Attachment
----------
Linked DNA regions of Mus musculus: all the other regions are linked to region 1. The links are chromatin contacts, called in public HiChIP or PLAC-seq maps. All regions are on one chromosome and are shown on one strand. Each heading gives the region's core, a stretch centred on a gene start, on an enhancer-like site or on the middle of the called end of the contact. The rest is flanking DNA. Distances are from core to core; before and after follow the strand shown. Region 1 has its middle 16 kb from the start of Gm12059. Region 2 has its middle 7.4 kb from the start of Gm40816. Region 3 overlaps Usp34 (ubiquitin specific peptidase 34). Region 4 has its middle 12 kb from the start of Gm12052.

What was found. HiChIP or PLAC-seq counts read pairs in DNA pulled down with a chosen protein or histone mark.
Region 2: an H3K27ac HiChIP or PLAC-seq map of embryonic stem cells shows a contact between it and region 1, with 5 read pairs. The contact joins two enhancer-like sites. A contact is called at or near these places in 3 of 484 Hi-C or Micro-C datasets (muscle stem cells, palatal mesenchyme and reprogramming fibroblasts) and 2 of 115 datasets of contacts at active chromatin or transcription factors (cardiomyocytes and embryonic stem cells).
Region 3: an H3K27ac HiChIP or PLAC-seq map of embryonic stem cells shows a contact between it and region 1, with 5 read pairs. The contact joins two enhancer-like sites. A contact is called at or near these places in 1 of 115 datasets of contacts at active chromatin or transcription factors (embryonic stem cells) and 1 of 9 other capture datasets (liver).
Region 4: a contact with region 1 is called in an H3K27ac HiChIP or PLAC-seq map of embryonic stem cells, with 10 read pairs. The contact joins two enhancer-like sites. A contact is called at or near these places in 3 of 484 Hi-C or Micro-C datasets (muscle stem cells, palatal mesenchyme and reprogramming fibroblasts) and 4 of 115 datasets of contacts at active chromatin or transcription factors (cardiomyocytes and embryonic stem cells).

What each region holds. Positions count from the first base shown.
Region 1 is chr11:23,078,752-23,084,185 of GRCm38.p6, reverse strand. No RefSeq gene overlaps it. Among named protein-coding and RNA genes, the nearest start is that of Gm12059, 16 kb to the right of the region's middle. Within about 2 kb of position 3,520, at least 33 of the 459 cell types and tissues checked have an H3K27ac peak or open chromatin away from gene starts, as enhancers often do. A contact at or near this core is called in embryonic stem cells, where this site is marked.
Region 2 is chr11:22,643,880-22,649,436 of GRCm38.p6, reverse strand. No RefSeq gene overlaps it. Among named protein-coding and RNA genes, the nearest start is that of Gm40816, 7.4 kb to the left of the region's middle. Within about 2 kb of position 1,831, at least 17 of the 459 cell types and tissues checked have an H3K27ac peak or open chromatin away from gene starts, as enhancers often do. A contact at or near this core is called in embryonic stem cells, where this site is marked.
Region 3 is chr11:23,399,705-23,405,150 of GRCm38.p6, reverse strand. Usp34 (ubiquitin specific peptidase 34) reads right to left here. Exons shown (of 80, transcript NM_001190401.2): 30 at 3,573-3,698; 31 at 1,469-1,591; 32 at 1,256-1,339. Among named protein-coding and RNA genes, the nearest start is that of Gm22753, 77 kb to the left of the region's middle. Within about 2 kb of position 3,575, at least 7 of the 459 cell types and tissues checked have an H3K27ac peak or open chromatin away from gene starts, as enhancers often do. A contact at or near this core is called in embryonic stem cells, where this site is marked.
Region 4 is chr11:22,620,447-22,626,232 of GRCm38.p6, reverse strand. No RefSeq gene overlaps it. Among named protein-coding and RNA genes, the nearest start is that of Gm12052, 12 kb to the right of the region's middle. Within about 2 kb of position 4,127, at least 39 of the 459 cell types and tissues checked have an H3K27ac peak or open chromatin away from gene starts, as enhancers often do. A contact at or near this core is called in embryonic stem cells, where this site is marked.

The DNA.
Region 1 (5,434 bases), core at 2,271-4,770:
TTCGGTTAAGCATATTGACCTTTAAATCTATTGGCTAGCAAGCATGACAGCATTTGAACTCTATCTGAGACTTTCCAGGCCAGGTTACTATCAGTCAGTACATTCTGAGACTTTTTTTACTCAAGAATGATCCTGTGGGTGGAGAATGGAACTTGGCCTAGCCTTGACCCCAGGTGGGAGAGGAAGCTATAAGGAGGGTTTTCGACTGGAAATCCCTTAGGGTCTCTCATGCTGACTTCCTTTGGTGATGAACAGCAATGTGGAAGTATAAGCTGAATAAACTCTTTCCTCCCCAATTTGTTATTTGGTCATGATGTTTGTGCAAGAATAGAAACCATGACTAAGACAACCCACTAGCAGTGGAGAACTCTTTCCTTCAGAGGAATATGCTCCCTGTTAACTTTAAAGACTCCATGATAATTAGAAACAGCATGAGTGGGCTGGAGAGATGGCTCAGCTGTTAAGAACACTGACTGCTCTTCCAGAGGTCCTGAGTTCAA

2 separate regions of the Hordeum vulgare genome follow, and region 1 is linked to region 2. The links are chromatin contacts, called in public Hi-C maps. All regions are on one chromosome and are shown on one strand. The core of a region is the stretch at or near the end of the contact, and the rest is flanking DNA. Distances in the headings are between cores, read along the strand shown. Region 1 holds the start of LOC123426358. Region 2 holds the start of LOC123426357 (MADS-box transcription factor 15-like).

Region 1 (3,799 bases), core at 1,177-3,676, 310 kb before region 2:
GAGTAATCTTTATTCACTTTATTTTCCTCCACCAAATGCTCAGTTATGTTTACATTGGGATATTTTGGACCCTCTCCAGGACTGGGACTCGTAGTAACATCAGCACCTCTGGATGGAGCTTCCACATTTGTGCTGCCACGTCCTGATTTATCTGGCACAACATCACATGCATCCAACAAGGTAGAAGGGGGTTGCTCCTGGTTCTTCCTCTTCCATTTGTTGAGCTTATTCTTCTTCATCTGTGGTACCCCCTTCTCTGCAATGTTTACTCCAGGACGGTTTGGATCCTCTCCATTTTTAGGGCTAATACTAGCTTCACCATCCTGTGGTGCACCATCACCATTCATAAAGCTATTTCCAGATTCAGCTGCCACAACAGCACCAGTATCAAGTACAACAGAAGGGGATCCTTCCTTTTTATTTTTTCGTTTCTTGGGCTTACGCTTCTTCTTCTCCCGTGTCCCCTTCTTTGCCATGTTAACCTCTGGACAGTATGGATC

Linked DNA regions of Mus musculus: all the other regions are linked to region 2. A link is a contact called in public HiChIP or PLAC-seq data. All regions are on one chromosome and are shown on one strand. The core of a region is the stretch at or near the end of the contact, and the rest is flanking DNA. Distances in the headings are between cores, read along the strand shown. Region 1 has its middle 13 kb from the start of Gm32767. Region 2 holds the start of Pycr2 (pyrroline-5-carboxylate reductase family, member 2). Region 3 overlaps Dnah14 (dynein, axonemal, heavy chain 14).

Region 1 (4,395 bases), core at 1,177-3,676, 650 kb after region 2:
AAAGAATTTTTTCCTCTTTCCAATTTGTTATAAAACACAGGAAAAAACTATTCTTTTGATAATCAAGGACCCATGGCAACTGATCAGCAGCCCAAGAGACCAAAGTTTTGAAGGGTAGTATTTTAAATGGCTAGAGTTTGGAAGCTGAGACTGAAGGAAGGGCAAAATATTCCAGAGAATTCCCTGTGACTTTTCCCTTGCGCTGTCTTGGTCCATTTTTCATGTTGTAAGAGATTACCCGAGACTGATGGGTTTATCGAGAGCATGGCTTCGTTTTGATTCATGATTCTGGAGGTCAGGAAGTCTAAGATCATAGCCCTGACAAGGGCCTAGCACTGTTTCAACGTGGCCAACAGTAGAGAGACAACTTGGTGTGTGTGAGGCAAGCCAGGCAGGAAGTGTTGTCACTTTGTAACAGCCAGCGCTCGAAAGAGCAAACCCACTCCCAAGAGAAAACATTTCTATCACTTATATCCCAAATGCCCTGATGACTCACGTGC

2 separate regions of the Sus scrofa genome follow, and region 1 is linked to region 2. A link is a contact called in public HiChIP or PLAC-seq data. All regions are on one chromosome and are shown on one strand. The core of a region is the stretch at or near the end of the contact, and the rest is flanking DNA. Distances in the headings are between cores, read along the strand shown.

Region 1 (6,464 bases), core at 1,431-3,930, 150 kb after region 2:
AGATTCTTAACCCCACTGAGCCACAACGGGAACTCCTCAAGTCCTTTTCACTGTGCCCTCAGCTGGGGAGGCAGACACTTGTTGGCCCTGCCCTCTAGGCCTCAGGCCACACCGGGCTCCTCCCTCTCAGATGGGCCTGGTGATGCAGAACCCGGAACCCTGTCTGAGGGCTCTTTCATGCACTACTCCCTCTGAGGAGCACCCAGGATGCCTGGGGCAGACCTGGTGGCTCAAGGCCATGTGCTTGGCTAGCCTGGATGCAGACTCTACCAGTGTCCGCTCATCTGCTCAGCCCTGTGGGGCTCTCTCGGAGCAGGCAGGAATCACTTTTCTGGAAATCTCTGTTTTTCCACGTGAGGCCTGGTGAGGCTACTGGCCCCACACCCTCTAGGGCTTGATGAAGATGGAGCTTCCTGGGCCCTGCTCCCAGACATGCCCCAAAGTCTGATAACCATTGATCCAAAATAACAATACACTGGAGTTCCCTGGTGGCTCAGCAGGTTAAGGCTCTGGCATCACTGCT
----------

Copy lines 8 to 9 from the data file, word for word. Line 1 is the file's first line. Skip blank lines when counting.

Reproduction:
Region 2 is chr11:22,643,880-22,649,436 of GRCm38.p6, reverse strand. No RefSeq gene overlaps it. Among named protein-coding and RNA genes, the nearest start is that of Gm40816, 7.4 kb to the left of the region's middle. Within about 2 kb of position 1,831, at least 17 of the 459 cell types and tissues checked have an H3K27ac peak or open chromatin away from gene starts, as enhancers often do. A contact at or near this core is called in embryonic stem cells, where this site is marked.
Region 3 is chr11:23,399,705-23,405,150 of GRCm38.p6, reverse strand. Usp34 (ubiquitin specific peptidase 34) reads right to left here. Exons shown (of 80, transcript NM_001190401.2): 30 at 3,573-3,698; 31 at 1,469-1,591; 32 at 1,256-1,339. Among named protein-coding and RNA genes, the nearest start is that of Gm22753, 77 kb to the left of the region's middle. Within about 2 kb of position 3,575, at least 7 of the 459 cell types and tissues checked have an H3K27ac peak or open chromatin away from gene starts, as enhancers often do. A contact at or near this core is called in embryonic stem cells, where this site is marked.